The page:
Heather Hanks
Written by Heather Hanks

Reviewed by Veena Angle, MBBS, MD

Quiz: What Do Your Heart Palpitations Mean?

Many times, heart palpitations are harmless and can be remedied by staying hydrated or handling stress better. Other times, they might be telling you something more serious is wrong. Take this quiz to help narrow down the cause so you can seek proper treatment.

Heart palipations min scaled

Heart palpitations can be scary if you are not sure why they are happening. Many times, they are harmless and will go away on their own.

However, in some cases, they may be a symptom of a serious underlying health condition that requires immediate attention.

Take our quiz to help you find out what your heart palpitations mean. Then, read what our medical experts have to say about seeking the right treatment.

What’s Causing Your Heart Palpitations?

Over-consumption of caffeine can lead to an irregular heartbeat. Dehydration can, too.

Multiple factors can lead to heart palpitations that are typically harmless. These include: 

Additionally, ailments not related to the heart can cause palpitations, such as anemia, hyperthyroidism, hypoglycemia, fever, and dehydration.

Are Your Heart Palpitations A Sign Of A Severe Health Condition?

Learning the reasons behind your heart palpitations can help you decide on treatment options that target your specific condition. Let’s learn what your answers suggest.

If you answered mostly “A”

Your heart palpitations may reveal symptoms of an underlying heart condition. Examples of these are: 

  • Heart failure – the heart being unable to pump blood properly throughout the body 
  • Hypertrophic cardiomyopathy – heart muscle and walls enlarging and thickening 
  • Mitral valve prolapse – an upward bulging of the two valve flaps into the left atrium 
  • Congenital heart disease – birth defects that inhibit the normal functioning of the heart 

In Traditional Chinese Medicine (TCM), heart palpitations happen if a person: 

  • Has a weak body constitution
  • Experiences an overall reduction in the Blood, qi, yin, and yang due to a weak Spleen
  • Has a long-term illness that depletes the Heart’s qi (vital energy) and yin 
  • Experiences overstimulating emotions 
  • Experiences an invasion of “evil” qi 

Usually, a healthcare provider will diagnose heart conditions by firstly understanding your diet, symptoms, medical history, and use of medications. They may also opt to perform several tests to ascertain the health of your heart and lungs, such as: 

  • Blood tests 
  • Stress tests 
  • Urine tests 
  • A chest X-ray 
  • An echocardiogram (heart ultrasound) 
  • An electrocardiogram (ECG/EKG) 
  • An electrophysiology study 
  • Cardiac catheterization 

Separately, you may also need to wear a heart monitor when you’re at home. Doing this will help the healthcare provider better understand your symptoms. 

If you answered mostly “B”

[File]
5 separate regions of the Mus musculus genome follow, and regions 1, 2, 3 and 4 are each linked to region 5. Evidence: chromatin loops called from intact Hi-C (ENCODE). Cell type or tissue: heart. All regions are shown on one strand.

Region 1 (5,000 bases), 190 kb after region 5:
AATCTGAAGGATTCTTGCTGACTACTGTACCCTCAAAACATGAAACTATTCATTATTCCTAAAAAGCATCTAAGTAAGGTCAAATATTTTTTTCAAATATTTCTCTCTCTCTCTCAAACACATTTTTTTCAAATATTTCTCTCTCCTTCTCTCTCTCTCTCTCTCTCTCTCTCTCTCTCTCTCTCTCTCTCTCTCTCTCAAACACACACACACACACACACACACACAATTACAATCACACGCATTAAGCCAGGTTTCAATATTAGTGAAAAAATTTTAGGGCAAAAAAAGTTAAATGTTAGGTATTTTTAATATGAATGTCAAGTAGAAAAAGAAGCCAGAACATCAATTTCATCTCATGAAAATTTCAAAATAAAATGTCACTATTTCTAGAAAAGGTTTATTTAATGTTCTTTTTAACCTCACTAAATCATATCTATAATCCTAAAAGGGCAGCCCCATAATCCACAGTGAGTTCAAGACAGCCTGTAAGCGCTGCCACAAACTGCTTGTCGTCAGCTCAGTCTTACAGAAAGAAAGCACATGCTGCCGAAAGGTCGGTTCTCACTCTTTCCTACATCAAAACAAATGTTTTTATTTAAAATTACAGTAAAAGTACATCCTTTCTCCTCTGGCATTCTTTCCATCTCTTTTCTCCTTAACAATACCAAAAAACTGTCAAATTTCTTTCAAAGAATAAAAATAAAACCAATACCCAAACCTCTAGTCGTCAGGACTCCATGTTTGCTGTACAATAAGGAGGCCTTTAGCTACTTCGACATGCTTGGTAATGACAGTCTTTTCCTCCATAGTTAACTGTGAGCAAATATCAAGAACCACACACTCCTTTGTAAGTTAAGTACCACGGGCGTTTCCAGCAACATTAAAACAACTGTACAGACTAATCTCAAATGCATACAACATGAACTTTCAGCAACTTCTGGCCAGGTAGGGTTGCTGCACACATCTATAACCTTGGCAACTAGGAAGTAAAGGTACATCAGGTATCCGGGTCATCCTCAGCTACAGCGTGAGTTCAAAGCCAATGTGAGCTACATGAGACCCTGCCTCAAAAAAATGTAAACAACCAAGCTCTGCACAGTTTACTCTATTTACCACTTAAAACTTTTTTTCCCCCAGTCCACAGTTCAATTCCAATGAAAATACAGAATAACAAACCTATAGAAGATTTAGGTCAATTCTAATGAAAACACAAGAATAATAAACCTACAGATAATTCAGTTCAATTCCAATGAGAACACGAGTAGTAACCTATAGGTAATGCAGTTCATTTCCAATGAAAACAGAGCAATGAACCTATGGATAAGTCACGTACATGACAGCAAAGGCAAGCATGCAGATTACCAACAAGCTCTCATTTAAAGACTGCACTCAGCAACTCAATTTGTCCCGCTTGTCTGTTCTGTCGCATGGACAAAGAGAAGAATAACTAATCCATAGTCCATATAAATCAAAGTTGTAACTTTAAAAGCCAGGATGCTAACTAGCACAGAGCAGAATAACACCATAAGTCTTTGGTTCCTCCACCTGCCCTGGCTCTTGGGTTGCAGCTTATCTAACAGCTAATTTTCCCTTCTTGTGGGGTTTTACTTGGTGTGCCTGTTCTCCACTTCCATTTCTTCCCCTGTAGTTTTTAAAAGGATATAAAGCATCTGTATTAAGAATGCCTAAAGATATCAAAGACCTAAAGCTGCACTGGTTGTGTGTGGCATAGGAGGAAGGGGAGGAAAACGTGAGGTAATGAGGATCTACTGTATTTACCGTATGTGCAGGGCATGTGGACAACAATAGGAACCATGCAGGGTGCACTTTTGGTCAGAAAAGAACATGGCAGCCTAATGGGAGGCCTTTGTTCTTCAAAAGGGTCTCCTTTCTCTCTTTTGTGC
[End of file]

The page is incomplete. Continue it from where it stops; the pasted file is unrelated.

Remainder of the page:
Your heart palpitations are likely not dangerous and may disappear without medical treatment. However, if you are concerned about your condition, be sure to have it cleared by a medical professional to ease your mind.

You can make several lifestyle changes to help stop an irregular heartbeat. For instance, you can engage in activities that reduce your stress level. Dehydration can also cause heart palpitations, so make sure you are well hydrated at all times.

Qigong, yoga, and deep breathing exercise are the techniques you can use. You should also limit your consumption of caffeine, alcohol, and spicy foods. Avoid using tobacco or nicotine products. Also, control your cholesterol and blood pressure levels by exercising regularly and eating a balanced diet.

How To Manage Heart Palpitations

A healthcare provider will prescribe a combination of modalities to address the heart condition triggering your palpitations. You may require medication, undergo surgery or a procedure, or use cardiac devices.

TCM physician Kong Teck Chuan recommends several acupoints to help improve the symptom of heart palpitations. The Neiguan (PC6) acupoint is mainly used for chest discomfort, which includes the Heart, Lungs, and Stomach health to attend to symptoms like nausea, chest tightness, and anxiety.

Zusanli (ST36) is mainly used for gastrointestinal issues. When used together, both Neiguan and Zusanli acupoints can help regulate cardiac and gastric functions – regulating intragastric pressure helps with blood pressure.

Tianshu (ST25), Weidao (GB28), Zhongwan (RN12), Shuifen (RN9), Guanyuan (RN4), and Sanyinjiao (SP6) acupoints are also beneficial for regulating systolic and diastolic blood pressure.

In addition, a 2012 study showed that cupping therapy shows promise in alleviating ischemic myocardial conditions. Using herbal ingredients like safflower (Hong Hua), turmeric (Jiang Huang) and red sage root (Dan Shen) can improve the symptoms and clinical outcomes of angina. Astragalus (Huang Qi), ginseng (Ren Shen), Chinese Angelica (Dang Gui), and licorice root (Gan Cao) can also be included in herbal formulas that treat heart failure.

Being aware of the symptoms accompanying heart palpitations can help differentiate between a normal or a life-threatening condition. If you want to consider using TCM, speak to a licensed practitioner to ensure the safety of use. If this quiz has helped you better understand the disorder, share it with your loved ones.

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